Yes, I did read the article in August (and have 2 copies printed out!).

It left me with the uneasy feeling that the Pupil Ratio is very important and ought to be known for a particular lens set-up, but ended by saying that it's very difficult to determine, and in the case of telecentric lenses near impossible.

I was kind of hoping that I'd get a reply of the form: 'Project the image of a candle onto a screen and measure .....'!

;^)

Ahh, this is what I was hoping for - a 'ballpark' formula. Currently my ballpark formula is PR=1!Formulas are great for getting you in the right ballpark.

Jim

- rjlittlefield
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Pupil ratio is very important to know if you want to do computations that accurately match reality. It's not very important if you just want to get in the right ballpark to make a measurement.It left me with the uneasy feeling that the Pupil Ratio is very important and ought to be known for a particular lens set-up, but ended by saying that it's very difficult to determine, and in the case of telecentric lenses near impossible.

The reason I've spent so much time studying pupil ratio et.al. is because I have a personal compulsion to match theory and experiment. It drives me nuts when somebody hauls out a formula, plugs in some numbers, and makes a conclusion, without ever knowing that they've used a formula that doesn't apply, and plugged in the wrong numbers anyway. I've made those same mistakes often enough myself to be very leery of the process. That's why I always look for some independent confirmation of my own computations, preferably a physical measurement, and it's why I encourage other people to rely on measurements and use the formulas only for rough guidance.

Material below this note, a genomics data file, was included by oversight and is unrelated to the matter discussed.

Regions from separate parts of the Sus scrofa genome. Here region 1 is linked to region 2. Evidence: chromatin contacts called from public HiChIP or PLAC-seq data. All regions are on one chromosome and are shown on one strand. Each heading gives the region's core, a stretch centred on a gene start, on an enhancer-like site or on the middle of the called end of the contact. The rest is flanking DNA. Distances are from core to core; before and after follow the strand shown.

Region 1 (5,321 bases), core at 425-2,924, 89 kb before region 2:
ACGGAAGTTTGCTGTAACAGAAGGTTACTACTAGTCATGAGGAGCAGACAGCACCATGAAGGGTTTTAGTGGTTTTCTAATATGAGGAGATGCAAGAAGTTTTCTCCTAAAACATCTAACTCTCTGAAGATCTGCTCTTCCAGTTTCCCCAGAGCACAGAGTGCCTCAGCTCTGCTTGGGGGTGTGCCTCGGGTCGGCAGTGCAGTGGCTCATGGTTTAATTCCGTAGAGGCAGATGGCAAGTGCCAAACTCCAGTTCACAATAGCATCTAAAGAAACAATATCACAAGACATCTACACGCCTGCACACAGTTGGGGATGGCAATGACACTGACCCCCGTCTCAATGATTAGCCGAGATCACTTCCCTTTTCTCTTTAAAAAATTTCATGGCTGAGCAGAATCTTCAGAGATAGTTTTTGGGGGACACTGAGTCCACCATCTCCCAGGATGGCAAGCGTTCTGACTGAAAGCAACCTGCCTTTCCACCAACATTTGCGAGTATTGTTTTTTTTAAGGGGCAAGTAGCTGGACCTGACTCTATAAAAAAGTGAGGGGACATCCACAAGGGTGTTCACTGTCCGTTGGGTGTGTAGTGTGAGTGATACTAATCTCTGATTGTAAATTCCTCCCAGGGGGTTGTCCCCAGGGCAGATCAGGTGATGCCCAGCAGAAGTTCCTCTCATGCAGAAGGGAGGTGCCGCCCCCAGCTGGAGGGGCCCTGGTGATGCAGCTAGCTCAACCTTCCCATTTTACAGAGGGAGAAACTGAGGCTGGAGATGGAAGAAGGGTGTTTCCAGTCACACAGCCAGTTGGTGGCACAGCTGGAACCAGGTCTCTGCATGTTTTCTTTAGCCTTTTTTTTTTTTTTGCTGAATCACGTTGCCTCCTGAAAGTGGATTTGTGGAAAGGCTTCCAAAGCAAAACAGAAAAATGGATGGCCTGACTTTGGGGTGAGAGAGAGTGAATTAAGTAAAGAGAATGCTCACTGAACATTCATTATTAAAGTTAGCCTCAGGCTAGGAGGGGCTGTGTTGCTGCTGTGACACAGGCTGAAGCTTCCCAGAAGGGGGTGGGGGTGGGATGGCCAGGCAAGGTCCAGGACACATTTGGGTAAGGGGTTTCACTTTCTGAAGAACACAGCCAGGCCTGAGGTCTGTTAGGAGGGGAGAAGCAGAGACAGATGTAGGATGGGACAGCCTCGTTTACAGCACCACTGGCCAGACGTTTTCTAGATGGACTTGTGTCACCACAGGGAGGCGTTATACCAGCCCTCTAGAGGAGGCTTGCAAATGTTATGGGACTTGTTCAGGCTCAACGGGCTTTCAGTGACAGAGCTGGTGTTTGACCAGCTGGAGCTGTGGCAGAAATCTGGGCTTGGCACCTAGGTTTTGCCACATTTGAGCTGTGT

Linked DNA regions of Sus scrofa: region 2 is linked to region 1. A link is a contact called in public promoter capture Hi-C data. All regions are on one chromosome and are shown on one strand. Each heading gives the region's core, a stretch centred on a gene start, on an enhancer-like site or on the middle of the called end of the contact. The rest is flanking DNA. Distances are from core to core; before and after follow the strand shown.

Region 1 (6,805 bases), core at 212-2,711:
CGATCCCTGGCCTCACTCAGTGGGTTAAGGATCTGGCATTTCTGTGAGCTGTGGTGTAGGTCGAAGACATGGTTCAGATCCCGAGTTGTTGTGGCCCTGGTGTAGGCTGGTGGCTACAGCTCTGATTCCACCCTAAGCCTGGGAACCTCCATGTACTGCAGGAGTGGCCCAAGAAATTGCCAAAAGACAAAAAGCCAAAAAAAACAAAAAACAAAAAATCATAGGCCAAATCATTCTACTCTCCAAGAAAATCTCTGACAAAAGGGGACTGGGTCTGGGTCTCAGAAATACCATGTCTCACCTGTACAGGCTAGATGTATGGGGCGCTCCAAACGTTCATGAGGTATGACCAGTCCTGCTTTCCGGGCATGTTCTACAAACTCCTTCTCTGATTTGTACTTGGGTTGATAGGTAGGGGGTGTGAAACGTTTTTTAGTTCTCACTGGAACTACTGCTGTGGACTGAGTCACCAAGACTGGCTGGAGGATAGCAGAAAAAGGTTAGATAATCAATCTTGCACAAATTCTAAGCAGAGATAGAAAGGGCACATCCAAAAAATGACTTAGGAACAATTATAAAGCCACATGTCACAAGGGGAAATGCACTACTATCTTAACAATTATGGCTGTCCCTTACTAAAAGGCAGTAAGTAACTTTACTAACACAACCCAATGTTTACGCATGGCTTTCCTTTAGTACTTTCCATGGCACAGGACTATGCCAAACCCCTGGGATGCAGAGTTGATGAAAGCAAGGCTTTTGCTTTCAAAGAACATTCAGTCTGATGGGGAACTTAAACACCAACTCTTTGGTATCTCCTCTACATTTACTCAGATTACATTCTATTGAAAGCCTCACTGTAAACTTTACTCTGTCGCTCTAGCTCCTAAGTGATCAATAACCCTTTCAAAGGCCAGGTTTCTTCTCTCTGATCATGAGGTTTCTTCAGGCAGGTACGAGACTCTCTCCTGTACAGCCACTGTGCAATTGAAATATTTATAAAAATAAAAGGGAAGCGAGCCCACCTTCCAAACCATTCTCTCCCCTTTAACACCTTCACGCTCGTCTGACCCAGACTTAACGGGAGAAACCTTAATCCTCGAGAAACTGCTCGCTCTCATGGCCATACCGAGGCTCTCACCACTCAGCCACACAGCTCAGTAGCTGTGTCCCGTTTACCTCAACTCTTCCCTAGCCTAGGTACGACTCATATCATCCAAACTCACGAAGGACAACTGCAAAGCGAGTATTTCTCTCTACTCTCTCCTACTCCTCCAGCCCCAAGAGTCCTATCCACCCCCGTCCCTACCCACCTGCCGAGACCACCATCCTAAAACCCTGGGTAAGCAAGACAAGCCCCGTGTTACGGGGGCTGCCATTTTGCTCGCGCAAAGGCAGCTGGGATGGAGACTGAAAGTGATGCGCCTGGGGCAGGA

In the spirit of "rough guidance", P=1 is not that bad for most setups. Measurements made using the arm's length method are better, and are probably good enough for your purposes. In the same spirit, but much more accurate, are the measurements that you get from pointing another camera into the front and rear of the stopped-down optics under test. Many combos remain a problem because they're near telecentric, but for a lot of those the computation works out OK if you just recognize the situation and plug in PR=big or PR=0, as appropriate. However, it's still tricky to figure out just what to plug in for nominal aperture, because that depends on where and how you stop down.

Funny you should mention that. I recently received an email from a fellow who's playing around with combos, in particular a 100 mm macro lens on camera, with a reversed 17-40 mm lens in front of it. His email included the following snippet:I was kind of hoping that I'd get a reply of the form: 'Project the image of a candle onto a screen and measure .....'!